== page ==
Traditionally Aboriginals had the skills and means to access and hunt for the food they needed (Brimblecombe et al. 2014). Barriers to health were found to be similar in both Australian indigenous groups and Brazilian. Participants to the programs both had low incomes and financial security, making the contemporary diet out of reach for most which was the number one thing contributing to their health. With priorities for money not being food foremost, more-so money for phone credit, basic household items, and within most groups, elicit substances (Brimblecombe et al. 2014).
Participants agreed that long life foods were cheaper and sustained their stomachs and cupboards greater than the healthier options. With Flour and sugar the cheaper option for such communities this is seen as a barrier toward their long-term health, with education being the key enabler to real change here (Brimblecombe et al. 2014).
To compare and contrast Australian indigenous groups versus Brazilian indigenous groups there was a major disconnect within the community understanding of the native background of Aboriginals in terms of the ways they find, hunt and gather foods and its social importance. While the program coordinators seemed to be aware of the background and traditional heritage, more consideration was needed when implementing the programs to factor this in. Whereas Brazilian groups were more accepting of change as it wasn’t imbedded socially as deeply as with Australian Indigenous.
In conclusion it is apparent that for indigenous health programs to work a number of factors are involved, government funding, community participation, awareness, financial freedom, education from an early age, to name a few. Not one factor would fix the health concerns of our indigenous people today, all factors need to be considered, respected and thought about in order for a program to truly succeed.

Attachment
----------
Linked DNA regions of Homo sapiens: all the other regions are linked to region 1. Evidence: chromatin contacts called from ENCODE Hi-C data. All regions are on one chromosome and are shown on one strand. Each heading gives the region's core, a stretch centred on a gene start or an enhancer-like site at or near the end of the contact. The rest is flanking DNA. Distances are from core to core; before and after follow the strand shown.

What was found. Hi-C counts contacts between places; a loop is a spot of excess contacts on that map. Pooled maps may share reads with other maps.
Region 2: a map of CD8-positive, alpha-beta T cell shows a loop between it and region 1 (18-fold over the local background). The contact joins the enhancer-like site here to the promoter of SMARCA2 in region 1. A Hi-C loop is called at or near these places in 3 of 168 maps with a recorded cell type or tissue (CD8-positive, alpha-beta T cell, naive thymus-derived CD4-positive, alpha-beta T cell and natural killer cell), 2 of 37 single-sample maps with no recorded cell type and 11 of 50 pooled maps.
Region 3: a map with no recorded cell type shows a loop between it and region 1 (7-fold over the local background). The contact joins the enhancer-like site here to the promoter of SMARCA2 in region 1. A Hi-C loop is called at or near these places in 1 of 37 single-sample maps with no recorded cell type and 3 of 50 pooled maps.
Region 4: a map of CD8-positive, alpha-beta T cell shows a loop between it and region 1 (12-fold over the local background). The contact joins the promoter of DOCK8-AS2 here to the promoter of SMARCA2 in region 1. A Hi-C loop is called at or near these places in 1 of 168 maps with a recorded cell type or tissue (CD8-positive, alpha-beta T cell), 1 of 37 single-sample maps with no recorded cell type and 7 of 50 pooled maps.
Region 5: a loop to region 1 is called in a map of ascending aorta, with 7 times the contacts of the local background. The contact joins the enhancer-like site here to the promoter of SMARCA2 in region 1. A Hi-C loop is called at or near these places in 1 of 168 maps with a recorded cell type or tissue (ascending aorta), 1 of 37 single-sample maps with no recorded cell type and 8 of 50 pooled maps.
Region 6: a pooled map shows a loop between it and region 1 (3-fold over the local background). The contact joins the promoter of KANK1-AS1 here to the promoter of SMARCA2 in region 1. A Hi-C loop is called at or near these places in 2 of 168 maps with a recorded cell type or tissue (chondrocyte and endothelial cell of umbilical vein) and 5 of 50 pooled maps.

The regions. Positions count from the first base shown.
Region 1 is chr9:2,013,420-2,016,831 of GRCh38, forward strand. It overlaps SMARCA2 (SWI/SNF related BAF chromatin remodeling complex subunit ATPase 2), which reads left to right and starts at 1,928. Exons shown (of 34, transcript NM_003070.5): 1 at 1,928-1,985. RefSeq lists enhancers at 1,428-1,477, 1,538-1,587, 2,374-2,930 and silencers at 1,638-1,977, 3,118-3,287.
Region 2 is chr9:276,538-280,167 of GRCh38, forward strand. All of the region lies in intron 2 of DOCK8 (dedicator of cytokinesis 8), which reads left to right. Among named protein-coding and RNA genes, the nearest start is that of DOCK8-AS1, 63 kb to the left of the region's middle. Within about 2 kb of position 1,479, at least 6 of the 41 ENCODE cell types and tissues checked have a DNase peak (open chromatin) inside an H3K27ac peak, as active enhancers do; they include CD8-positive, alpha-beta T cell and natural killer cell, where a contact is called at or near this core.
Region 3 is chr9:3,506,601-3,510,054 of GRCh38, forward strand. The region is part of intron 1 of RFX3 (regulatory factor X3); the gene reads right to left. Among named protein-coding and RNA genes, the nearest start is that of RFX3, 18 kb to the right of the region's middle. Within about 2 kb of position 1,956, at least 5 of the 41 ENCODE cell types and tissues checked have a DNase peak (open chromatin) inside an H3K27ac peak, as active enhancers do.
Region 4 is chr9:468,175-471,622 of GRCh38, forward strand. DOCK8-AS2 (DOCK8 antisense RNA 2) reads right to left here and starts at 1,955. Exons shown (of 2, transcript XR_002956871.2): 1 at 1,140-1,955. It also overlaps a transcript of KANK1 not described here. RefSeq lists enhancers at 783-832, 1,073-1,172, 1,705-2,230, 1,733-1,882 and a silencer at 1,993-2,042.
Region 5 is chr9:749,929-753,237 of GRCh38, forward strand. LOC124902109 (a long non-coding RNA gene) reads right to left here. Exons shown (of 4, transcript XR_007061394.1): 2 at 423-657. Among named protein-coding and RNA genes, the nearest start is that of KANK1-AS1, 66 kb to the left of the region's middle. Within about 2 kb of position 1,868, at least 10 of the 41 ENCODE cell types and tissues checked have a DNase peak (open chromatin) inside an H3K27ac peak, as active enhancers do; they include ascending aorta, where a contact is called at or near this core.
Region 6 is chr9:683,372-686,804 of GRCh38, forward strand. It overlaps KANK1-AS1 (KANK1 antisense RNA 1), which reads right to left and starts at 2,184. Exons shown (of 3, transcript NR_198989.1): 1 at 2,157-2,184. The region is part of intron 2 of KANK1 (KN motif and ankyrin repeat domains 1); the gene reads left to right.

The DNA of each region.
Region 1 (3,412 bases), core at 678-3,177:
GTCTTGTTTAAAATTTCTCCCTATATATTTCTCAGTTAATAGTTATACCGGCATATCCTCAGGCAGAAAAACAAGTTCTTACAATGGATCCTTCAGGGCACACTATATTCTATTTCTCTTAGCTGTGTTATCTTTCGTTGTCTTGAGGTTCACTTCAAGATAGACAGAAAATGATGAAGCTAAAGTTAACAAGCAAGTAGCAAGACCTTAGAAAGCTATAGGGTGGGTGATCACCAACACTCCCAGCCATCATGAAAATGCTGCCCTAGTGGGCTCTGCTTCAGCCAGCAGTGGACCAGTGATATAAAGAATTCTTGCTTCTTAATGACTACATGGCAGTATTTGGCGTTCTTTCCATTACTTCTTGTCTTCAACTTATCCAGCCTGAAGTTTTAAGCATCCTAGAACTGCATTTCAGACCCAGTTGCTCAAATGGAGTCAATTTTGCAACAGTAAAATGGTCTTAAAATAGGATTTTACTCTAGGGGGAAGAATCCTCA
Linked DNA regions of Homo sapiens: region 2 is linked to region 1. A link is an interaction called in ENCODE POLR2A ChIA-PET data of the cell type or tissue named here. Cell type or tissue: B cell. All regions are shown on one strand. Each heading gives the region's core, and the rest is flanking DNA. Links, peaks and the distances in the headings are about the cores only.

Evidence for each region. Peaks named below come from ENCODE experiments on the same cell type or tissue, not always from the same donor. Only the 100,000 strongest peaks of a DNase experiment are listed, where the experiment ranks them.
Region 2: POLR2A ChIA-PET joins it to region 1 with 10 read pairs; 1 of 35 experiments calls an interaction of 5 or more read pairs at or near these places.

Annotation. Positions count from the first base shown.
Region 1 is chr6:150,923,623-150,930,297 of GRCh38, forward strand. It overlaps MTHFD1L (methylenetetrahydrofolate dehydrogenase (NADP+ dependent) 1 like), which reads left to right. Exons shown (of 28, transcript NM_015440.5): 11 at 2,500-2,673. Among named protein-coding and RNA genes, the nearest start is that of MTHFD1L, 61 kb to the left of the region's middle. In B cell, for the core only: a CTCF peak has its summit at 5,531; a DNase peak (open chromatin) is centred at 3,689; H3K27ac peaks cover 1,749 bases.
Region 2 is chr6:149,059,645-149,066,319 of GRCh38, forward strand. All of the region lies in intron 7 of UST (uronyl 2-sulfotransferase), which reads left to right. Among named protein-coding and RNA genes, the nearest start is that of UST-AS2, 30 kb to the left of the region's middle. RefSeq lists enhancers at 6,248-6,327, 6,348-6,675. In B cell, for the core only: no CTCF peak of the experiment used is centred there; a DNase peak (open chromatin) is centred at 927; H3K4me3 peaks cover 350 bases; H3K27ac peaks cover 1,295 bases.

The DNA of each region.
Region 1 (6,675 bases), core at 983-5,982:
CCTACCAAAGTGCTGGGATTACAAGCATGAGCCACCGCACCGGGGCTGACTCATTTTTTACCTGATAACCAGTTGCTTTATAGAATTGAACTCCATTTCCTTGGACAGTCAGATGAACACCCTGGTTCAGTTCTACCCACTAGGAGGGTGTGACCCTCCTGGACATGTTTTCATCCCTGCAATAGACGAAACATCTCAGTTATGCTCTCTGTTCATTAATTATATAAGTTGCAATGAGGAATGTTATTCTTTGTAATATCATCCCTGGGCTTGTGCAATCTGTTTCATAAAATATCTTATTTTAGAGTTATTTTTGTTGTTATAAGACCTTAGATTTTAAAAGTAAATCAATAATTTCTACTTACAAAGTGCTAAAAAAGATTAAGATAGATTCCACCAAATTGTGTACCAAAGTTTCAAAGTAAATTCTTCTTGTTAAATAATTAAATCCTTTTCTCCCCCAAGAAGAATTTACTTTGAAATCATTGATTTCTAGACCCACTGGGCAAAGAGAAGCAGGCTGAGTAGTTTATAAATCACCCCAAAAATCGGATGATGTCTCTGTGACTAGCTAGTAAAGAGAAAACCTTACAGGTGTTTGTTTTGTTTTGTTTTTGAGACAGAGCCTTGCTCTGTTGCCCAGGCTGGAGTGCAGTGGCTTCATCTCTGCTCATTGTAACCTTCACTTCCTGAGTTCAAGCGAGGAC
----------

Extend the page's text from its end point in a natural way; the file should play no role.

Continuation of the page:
Australian Indigenous Health Info Net, 2015, Looma Healthy Lifestyle Program, viewed 10th October 2015, http://www.healthinfonet.ecu.edu.au/key-resources/programs-projects?pid=614
Australian Institute of Health and Welfare, 2015, What works to overcome Indigenous disadvantage, viewed 13th October 2015, www.aihw.gov.au/closingthegap/what-works/
Brimblecombe, J, Maypilma, E, Colles, S, Scarlett, M, Garnggulkpuy, D, Ritchie, J, O’Dea, K, 2014, ‘Factors Influencing Food Choice in an Australian Aboriginal Community’, Qualitative Health Research, Vol. 24(3), pp. 387-400
Coimbra, C, Santos, R, Welch, J, Cardoso, A, De Souza, M, Garnelo, L, Rassi, E, Foller, M, Horta, B, 2013, ‘The First National Survey of Indigenous People’s health and Nutrition in Brazil, rationale, methodology and overview of results’, BMC Public Health, vol. 13, p. 52, viewed 27 October 2015 <www.ebscohost.com>
Da Silva, L, Fisberg, M, Pires, M, Nassar, S, Sottovia, C, 2013, ‘The effectiveness of physical activity and nutrition education program in the prevention of overweight in school children in Criciuma Brazil’, European Journal of Clinical Nutrition, Vol. 11, p.1200, viewed 20 October 2015 <www.ebscohost.com>
Keast, K, Dragon, N, ‘Stepping into the gap, Australian Nursing and Midwidery Journal, March 2015, vol. 22, no. 8, p. 18-22., viewed 20 October 2015, <www.ebscohost.com>
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OVERNIGHT CHIA PUDDING
Firstly – you can get your kids to make their own, secondly – it looks cool, thirdly – it can sit in the fridge for a few days and be eaten later (at the end of the week when all hell breaks loose!)
oh and one last point – you can work on what your kids like or don’t like and adapt it to them
This is a protein rich, fibre and omega power punch – without all the fillers, preservatives and sugars of your usual cereal – plus it will keep them full!
The Variations here are really endless but I will give you a base recipe to start
Mix 2 heaped tablespoons of chia seeds, 1 cup of coconut milk and a teaspoon of your choice of sweetener – I usually use manuka or raw honey, mix together in a small bowl or mason jar or container if kids are taking to school.
Let this set in the fridge overnight. In the morning remove from the fridge, making sure your pudding looks thick and the chia seeds have gelled. Chia seeds will soak up the liquid you use and make it thick like yoghurt, delicious!
Top your pudding each day with your choice fresh seasonal fruit and a handful nuts, and devour and enjoy immediately
here i have just pulled some photos from pinterest to get you thinking.
Kids like Banana? Top with banana and Tahini or peanut butter!
Kids like berries? top with a handful of mixed berries – can also use frozen overnight and the flavours will seap through.
How about Kiwi fruit ?
Chopped nuts and seeds.
NOM – as I said the ideas can be endless, make it fun to make with your kids and then the enjoyment of eating it is so much better when they have made it themselves.
If you find they don’t like coconut thats ok – you can use your choice of milk and play around with the flavours!
You can also layer and get creative with fruits and wot not!
We love to top it with ‘Jane’s Brekkie Crunch’ – Just quietly!